Surgery and casting

An open reduction (surgery) and casting may be needed if the closed reduction was not successful or treatment began when the child was older than 18 months. During an open reduction, the surgeon makes an incision, moves muscles out of the way to get a better view of the hip joint and puts the ball back into place. Stitches are placed under the skin to close the incision and won’t need to be removed. To hold the hip in place while it develops properly, the child is placed in a hip spica cast for 6 to 12 weeks. For children older than 18 months the surgeon may also perform a procedure on the pelvic bone to deepen a shallow hip socket.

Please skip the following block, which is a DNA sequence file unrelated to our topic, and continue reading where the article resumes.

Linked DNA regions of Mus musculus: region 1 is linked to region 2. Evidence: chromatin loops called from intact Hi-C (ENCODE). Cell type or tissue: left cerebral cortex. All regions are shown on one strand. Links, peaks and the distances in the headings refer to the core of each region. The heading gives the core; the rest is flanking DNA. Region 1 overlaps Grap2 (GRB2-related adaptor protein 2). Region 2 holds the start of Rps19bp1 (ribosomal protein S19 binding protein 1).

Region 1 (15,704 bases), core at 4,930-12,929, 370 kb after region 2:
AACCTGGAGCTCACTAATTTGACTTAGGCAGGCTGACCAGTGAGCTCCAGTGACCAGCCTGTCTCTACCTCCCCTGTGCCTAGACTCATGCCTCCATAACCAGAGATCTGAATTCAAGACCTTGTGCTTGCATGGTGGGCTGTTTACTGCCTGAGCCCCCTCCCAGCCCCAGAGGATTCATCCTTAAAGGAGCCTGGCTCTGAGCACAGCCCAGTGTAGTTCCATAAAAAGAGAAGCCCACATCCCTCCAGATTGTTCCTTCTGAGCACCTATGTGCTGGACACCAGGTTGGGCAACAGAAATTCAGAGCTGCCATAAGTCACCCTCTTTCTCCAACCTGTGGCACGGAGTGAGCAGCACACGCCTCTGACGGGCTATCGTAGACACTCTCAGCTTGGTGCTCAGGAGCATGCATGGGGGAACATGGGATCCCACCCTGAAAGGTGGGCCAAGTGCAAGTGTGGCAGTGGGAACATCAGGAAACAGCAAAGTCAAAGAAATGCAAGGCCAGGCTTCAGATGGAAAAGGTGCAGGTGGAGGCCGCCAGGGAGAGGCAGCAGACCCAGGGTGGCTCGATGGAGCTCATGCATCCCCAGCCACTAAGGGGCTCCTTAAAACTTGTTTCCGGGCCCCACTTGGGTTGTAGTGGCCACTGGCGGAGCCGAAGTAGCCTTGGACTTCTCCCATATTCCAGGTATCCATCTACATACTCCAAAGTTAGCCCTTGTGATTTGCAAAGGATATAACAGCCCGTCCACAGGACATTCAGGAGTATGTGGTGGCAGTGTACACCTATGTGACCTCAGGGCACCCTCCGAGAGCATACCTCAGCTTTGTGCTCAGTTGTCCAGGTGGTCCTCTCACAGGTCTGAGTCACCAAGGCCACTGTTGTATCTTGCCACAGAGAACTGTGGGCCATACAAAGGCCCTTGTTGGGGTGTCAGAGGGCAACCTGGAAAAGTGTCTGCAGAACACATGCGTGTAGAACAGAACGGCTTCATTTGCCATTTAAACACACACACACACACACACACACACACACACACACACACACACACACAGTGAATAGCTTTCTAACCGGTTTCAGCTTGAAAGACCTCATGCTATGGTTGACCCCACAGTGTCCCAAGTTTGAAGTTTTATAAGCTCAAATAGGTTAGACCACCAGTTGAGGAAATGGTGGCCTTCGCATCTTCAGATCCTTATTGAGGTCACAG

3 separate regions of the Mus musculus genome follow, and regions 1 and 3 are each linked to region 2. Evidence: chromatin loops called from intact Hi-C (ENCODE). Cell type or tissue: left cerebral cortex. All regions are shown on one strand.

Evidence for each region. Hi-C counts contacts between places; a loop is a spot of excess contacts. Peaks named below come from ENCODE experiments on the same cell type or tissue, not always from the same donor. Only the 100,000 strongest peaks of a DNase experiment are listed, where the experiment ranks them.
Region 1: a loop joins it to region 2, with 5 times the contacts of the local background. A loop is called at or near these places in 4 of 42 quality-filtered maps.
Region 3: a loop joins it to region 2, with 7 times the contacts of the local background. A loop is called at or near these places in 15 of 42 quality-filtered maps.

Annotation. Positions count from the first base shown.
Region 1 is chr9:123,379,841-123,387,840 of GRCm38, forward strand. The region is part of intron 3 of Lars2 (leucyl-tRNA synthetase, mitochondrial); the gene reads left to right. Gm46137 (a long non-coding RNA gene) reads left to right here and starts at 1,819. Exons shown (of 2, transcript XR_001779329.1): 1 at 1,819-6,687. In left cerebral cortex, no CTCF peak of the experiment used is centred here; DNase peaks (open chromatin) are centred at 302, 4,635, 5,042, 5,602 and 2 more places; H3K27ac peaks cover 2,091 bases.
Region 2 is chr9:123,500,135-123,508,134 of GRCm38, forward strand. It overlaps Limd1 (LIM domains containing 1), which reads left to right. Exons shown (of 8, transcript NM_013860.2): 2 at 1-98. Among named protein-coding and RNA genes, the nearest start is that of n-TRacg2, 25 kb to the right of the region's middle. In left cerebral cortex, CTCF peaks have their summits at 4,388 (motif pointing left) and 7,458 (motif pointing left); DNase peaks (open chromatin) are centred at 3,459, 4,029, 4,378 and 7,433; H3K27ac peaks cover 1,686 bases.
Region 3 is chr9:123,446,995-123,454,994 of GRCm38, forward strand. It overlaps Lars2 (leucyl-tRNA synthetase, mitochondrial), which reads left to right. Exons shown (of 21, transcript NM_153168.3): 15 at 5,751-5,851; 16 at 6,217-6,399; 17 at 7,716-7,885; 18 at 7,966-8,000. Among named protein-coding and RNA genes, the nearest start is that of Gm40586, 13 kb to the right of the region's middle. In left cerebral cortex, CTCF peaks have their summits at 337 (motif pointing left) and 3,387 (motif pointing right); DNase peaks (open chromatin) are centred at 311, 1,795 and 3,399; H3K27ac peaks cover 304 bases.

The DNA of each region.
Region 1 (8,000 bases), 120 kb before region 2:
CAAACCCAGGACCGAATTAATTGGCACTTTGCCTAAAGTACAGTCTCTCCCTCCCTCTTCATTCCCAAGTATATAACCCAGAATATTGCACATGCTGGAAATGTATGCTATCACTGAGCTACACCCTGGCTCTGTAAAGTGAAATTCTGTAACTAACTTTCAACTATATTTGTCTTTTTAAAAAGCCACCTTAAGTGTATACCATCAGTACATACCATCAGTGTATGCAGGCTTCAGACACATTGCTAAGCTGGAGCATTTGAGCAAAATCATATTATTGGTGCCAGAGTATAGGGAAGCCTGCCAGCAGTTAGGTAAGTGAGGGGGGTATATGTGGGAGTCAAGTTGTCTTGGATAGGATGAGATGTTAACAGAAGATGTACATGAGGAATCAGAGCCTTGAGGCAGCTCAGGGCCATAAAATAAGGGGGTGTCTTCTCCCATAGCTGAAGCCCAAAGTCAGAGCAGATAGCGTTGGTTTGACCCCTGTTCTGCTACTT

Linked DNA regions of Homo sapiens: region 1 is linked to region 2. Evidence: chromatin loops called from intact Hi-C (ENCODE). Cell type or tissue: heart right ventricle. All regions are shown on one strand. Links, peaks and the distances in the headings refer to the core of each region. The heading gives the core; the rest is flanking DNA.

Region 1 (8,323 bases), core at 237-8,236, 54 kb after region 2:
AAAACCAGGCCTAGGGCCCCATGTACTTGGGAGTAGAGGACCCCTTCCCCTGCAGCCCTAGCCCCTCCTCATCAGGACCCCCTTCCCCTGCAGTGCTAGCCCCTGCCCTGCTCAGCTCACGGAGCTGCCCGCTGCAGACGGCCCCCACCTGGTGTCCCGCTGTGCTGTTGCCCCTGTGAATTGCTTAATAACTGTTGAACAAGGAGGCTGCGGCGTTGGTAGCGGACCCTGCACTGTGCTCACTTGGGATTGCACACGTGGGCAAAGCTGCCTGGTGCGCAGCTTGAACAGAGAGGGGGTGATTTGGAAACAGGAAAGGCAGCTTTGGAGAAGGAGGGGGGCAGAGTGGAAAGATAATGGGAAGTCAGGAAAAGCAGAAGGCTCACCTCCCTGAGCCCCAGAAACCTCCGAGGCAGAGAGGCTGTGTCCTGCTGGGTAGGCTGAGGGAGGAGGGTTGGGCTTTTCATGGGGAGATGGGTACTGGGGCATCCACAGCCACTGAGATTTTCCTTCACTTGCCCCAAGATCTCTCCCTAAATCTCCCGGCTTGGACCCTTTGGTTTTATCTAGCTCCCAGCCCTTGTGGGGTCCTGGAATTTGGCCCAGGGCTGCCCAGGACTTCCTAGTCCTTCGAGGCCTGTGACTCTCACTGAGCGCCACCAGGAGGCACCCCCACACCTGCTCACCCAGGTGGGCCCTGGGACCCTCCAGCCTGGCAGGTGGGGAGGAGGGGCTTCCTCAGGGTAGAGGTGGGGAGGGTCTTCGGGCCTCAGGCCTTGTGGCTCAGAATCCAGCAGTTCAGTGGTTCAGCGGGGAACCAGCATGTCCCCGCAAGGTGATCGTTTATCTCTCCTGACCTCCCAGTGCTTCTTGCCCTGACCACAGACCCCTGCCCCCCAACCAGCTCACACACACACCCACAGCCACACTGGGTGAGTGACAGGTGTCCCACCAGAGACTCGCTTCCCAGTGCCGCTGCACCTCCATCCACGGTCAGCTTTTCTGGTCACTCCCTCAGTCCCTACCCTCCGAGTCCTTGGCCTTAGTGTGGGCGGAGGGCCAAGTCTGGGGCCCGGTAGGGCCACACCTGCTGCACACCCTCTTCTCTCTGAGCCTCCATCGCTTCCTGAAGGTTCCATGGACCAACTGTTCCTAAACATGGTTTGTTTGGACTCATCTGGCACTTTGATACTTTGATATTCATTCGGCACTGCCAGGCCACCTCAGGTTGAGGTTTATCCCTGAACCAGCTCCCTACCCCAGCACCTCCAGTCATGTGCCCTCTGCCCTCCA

While there are always risks associated with any surgical procedure—including infection, bleeding, or anesthesia complications—they are minimal for DDH treatments. The biggest risk with a hip dysplasia diagnosis is doing nothing. If left untreated, babies with hip dysplasia are at a high risk of developing osteoarthritis later in life. In fact, some research suggests that up to 50% of hip replacements due to osteoarthritis may have first been caused by a pediatric hip condition—most likely dysplasia.

What is the long-term outlook for hip dysplasia in babies?

In most cases, the prognosis for hip dysplasia in babies is very favorable—especially when the condition is treated early in infancy and a Pavlik harness or closed reduction is successful. Children who require open reduction surgery likely will not achieve normal hip development and may have hip problems as they get older, including needing a total hip replacement.